VA Health Care Services Expand for Veterans in the Community

VA Health Care Services Expand for Veterans in the Community
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The VA’s pioneering work to deliver health care to veterans through community partnerships is not widely known. In 1945, the department established a hometown program allowing community providers to treat returning World War II veterans for service-connected ailments at the government’s expense, thereby preventing hospitalizations.


Today, the VA manages a sprawling network of community care providers because of the MISSION Act. The law further expands community care eligibility and provides a new urgent care benefit for veterans.


One provision of the act included a new Veterans Community Care Program (VCCP), established in June 2019. A component of the program is the VA Community Care Network (CCN). CCN is made up of six regional networks being deployed across all U.S. states and territories in a phased approach. CCN contractors TriWest Healthcare Alliance (TriWest) and OptumServe (called third-party administrators, or TPAs) are VA’s direct link to community providers to ensure veterans receive timely, high-quality care as close to home as possible.     


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OptumServe manages regions 1, 2, and 3, which include all states east of the Mississippi as well as Arkansas, Iowa, Kansas, Louisiana, Minnesota, Missouri, Nebraska, North Dakota, Oklahoma, and South Dakota, plus Puerto Rico. TriWest manages regions 4 and 5, covering the western states.  



The regional networks that make up the VA's Community Care Network (image via


Last October, MOAA reported the award of a new community care contract in Alaska to TriWest for Region 5. TriWest launched the new network on April 1 in Kodiak. The contract is expected to be fully implemented across the rest of the state by mid-June.


A community care contract for veterans living in Guam, American Samoa and Saipan will be covered under a separate, region 6 contract which has yet to be awarded. VA is currently working on modifying the region 4 CCN contract to cover Pacific Island veterans. Until the contract is awarded, veterans will continue to receive care from their current community providers in the region.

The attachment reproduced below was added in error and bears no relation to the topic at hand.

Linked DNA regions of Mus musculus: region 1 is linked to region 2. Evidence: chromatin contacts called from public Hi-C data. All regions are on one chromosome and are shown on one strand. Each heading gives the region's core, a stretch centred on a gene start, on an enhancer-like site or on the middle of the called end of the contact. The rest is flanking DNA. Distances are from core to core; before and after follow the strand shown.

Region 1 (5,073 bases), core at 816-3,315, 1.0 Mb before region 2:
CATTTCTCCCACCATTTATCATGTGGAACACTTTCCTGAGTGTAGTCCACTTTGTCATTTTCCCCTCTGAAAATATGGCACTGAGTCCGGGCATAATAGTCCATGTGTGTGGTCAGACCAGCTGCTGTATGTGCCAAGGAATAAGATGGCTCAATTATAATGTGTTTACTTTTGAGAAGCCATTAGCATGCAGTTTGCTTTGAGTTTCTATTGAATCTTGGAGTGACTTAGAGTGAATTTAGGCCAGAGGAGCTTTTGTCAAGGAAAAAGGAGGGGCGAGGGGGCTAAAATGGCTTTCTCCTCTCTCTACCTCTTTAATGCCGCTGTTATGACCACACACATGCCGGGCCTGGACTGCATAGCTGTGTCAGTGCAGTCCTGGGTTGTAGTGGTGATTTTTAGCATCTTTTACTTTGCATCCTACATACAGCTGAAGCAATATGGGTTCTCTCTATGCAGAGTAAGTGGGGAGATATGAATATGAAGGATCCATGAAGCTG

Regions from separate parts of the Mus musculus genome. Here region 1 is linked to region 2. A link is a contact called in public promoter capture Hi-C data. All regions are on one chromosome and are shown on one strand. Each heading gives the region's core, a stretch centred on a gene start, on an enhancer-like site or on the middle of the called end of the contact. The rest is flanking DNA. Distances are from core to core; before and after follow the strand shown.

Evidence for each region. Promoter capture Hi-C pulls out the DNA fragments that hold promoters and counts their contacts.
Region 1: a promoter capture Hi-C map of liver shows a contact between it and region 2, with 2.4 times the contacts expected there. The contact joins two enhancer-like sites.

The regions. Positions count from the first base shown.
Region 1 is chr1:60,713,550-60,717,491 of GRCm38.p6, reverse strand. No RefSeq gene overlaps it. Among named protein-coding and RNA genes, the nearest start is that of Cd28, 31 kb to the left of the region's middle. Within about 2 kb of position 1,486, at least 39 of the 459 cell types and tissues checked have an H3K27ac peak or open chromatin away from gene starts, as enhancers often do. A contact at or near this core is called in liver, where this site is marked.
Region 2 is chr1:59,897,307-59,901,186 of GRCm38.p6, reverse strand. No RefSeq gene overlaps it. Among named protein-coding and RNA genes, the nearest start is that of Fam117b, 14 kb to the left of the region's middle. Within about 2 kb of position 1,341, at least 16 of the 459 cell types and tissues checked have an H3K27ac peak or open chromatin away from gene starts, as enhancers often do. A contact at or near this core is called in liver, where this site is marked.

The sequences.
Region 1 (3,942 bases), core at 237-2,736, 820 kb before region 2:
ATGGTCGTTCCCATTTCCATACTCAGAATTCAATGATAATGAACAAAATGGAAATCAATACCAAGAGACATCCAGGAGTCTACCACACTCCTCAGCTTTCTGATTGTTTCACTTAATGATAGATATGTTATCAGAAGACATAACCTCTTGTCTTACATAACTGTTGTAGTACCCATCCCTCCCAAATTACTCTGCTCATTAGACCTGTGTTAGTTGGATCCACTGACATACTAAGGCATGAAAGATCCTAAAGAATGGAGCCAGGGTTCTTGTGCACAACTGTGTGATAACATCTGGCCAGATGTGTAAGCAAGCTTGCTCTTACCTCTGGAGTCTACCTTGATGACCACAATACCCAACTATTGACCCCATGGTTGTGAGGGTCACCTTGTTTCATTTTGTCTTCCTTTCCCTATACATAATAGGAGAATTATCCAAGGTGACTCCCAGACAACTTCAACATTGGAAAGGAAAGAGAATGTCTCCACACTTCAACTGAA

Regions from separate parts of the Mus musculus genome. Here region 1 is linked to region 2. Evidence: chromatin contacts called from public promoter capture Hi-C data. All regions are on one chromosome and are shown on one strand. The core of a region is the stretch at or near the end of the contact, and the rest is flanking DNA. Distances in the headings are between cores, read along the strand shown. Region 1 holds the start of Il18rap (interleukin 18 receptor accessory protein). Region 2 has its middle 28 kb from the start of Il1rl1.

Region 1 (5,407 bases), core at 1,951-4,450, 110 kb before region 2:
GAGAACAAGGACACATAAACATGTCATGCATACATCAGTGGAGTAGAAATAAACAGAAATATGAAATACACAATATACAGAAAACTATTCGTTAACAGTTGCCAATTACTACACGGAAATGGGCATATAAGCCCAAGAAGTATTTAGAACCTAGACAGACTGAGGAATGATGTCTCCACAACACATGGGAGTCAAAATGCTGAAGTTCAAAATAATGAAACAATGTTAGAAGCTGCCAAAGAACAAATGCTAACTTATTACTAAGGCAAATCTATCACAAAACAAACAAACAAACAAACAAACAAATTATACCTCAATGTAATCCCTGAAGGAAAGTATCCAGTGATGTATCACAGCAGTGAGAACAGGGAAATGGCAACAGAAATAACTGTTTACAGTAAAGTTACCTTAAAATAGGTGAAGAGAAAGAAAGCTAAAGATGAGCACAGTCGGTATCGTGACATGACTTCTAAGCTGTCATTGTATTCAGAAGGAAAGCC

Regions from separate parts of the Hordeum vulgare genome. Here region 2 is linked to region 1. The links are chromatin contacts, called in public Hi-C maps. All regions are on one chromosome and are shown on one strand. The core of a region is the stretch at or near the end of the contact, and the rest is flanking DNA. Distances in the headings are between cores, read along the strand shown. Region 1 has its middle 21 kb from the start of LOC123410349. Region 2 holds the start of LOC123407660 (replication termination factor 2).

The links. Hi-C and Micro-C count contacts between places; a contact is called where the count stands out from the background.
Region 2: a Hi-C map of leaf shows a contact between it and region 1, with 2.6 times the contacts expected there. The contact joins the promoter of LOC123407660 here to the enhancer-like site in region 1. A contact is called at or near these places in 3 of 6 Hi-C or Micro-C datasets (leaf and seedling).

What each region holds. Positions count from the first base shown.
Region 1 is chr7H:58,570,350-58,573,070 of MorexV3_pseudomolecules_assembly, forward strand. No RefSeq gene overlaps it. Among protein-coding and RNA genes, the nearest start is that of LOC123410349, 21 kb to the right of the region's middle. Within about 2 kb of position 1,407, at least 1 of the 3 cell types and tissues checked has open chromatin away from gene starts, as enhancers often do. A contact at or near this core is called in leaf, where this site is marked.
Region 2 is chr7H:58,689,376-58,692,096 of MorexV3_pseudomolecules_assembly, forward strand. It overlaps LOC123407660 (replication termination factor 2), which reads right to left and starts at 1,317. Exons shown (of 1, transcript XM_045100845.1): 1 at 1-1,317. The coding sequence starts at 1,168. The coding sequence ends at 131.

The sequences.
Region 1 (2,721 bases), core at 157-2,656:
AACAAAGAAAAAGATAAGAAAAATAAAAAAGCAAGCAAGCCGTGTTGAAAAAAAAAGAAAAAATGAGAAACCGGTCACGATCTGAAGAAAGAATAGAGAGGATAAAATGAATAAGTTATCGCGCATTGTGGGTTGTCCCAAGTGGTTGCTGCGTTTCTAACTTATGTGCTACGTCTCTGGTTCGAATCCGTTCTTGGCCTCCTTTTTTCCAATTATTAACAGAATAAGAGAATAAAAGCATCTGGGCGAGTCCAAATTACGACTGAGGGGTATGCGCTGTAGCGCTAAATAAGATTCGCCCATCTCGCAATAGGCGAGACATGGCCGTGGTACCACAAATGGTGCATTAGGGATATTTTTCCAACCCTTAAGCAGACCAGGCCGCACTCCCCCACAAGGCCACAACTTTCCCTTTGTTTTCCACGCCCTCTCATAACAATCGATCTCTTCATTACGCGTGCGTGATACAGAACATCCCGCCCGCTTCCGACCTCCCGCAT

MOAA and our veterans and military service organization partners meet monthly with VA’s Office of Community Care to receive updates on VCCP and CCN. This month’s meeting included some good information for veterans and their families to better understand the community care process and what the VA is doing to improve care coordination.


VA Community Care in a Nutshell

Veterans enrolled in VA health care may receive care in the community based on their health care needs and preferences, and whether they meet certain eligibility criteria. Veterans always have the option to receive care in a VA facility if they so desire.


Understanding eligibility, access standards, and the overall process can be a little daunting to even the most seasoned veteran, and even more so for a newcomer using VA community care services.


The VA created a simple guide to understanding community care — click here for a PDF guide answering key questions for veterans, including:

  • Am I eligible to see a community provider?
  • What are the drive time access standards?
  • What are the wait time standards?


The VA developed another guide for veterans and their families to help them understand the community care process. This guide provides veterans and family members with a quick overview, and can also be used to document VA and TPA contacts and appointment information that veterans can post at home or elsewhere for quick reference.


Click here to learn more about the eight-step community care process:

  • Step 1: Consult Creation and Review
  • Step 2: Scheduling
  • Step 3: Authorization
  • Step 4: Community Care Visit
  • Step 5: Scheduling Additional Appointments
  • Step 6: Reauthorization
  • Step 7: Prescription and Durable Medical Equipment Pick-Up
  • Step 8: Receiving and Paying Your Bill


MOAA expects to hear more about VA’s progress in rolling out regions 5 and 6 in the coming weeks and months, including other enhancements to improve veterans’ experiences in accessing community care services. Stay tuned to upcoming MOAA newsletters for additional community care updates and advancements as VA implements other key provisions the MISSION Act.


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About the Author

Cmdr. René Campos, USN (Ret)
Cmdr. René Campos, USN (Ret)

Campos currently serves as MOAA's Senior Director of Government Relations, managing matters related to military and veterans’ health care, wounded, ill and injured, and caregiver policy.